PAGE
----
Artificial intelligence cannot be legally named as an inventor to secure patent rights, the UK supreme court has ruled.
In a judgment on Wednesday, Britain’s highest court concluded that “an inventor must be a person” in order to apply for patents under the current law.
The ruling comes after the technologist Dr Stephen Thaler took his long-running dispute with the Intellectual Property Office (IPO) to the country’s top court over its rejection of his attempt to list an AI he created as the inventor for two patents.
The US-based developer claims the AI machine named DABUS autonomously created a food or drink container and a light beacon and that he is entitled to rights over its inventions. However, the IPO concluded in December 2019 that the expert was unable to officially register DABUS as the inventor in patent applications because it was not a person.
The decision was upheld by the high court and the court of appeal in July 2020 and July 2021. After a hearing in March, a panel of five supreme court justices have unanimously dismissed Thaler’s case.
The DABUS dispute centred on how applications are made under the Patents Act 1977 legislation, and the judges were not asked to rule on whether the AI actually created its inventions.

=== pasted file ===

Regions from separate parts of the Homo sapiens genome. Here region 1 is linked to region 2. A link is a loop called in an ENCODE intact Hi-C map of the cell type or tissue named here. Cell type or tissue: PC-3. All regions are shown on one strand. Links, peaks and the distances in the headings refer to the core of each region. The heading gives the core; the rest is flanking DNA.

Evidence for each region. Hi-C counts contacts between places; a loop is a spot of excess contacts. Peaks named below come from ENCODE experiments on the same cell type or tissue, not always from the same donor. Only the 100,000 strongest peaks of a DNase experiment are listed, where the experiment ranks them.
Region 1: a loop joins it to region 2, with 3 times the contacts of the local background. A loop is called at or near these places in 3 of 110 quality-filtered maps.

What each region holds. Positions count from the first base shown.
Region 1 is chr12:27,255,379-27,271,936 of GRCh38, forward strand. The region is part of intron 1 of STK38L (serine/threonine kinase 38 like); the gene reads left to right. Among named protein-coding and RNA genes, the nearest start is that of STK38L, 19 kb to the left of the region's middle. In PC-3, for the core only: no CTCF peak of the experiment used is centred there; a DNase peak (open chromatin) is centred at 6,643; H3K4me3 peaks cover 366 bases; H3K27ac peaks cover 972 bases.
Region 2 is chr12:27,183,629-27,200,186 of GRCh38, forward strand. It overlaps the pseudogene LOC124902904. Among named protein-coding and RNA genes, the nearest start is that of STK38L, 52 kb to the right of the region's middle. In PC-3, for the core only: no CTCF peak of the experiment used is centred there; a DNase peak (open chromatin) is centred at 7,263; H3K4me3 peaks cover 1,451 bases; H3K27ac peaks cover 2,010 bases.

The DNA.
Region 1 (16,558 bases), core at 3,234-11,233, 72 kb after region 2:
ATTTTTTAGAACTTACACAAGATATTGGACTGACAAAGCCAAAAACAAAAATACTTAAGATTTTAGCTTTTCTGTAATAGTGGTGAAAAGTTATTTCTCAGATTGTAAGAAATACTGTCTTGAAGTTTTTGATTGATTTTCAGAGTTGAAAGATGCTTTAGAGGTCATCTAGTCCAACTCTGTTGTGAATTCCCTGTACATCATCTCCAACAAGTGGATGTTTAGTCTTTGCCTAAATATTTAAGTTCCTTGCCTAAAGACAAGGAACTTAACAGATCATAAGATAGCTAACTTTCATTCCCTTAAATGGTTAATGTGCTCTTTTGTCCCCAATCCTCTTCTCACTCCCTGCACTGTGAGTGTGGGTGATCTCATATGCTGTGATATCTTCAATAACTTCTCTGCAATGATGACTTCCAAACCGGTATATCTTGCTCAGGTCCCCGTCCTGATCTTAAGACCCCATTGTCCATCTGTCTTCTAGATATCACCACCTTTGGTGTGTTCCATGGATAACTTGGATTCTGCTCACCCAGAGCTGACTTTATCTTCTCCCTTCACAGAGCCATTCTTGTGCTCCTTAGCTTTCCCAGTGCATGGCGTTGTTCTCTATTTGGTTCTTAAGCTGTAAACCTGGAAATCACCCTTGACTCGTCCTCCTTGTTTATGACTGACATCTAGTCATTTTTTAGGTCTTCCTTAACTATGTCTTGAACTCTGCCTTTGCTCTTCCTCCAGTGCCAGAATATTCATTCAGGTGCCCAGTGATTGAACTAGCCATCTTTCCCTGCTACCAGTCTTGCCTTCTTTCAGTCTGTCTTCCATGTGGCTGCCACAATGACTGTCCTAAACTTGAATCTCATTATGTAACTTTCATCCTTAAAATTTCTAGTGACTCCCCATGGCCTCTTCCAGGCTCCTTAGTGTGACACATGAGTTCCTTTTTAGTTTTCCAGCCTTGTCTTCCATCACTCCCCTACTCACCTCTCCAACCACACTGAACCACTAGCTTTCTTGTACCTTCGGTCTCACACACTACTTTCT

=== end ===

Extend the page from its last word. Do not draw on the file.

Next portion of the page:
Lord Kitchin, with whom Lords Hodge, Hamblen, Leggatt and Richards agreed, said the IPO “was right to decide that DABUS is not and was not an inventor of any new product or process described in the patent applications”.
He continued: “It is not a person, let alone a natural person and it did not devise any relevant invention. Accordingly, it is not and never was an inventor for the purposes of … the 1977 act.”
The judge said the IPO was entitled to find that Thaler’s applications should be taken as “withdrawn” under patent rules because “he failed to identify any person or persons whom he believed to be the inventor or inventors of the inventions described in the applications”.
The supreme court also rejected Thaler’s argument that he was entitled to apply for patents for DABUS inventions on the basis that he was the AI’s owner.
Kitchin said DABUS was “a machine with no legal personality” and that Dr Thaler “has no independent right to obtain a patent in respect of any such technical advance”.
Patents, which provide protective legal rights, are granted for inventions that must be new, inventive and capable of being made or used or a technical process or method of doing something, according to government guidance.
Thaler’s case reached the supreme court amid recent scrutiny of AI developments – such as OpenAI’s ChatGPT technology – including their potential impact on education, the spread of misinformation and the future jobs market.
His lawyers had argued at the March hearing that patent law did not “exclude” non-human inventors and contains no requirements over “the nature of the inventor”.
However, Stuart Baran, for the IPO, said in written arguments that patent law required “identifying the person or persons” believed to be an inventor.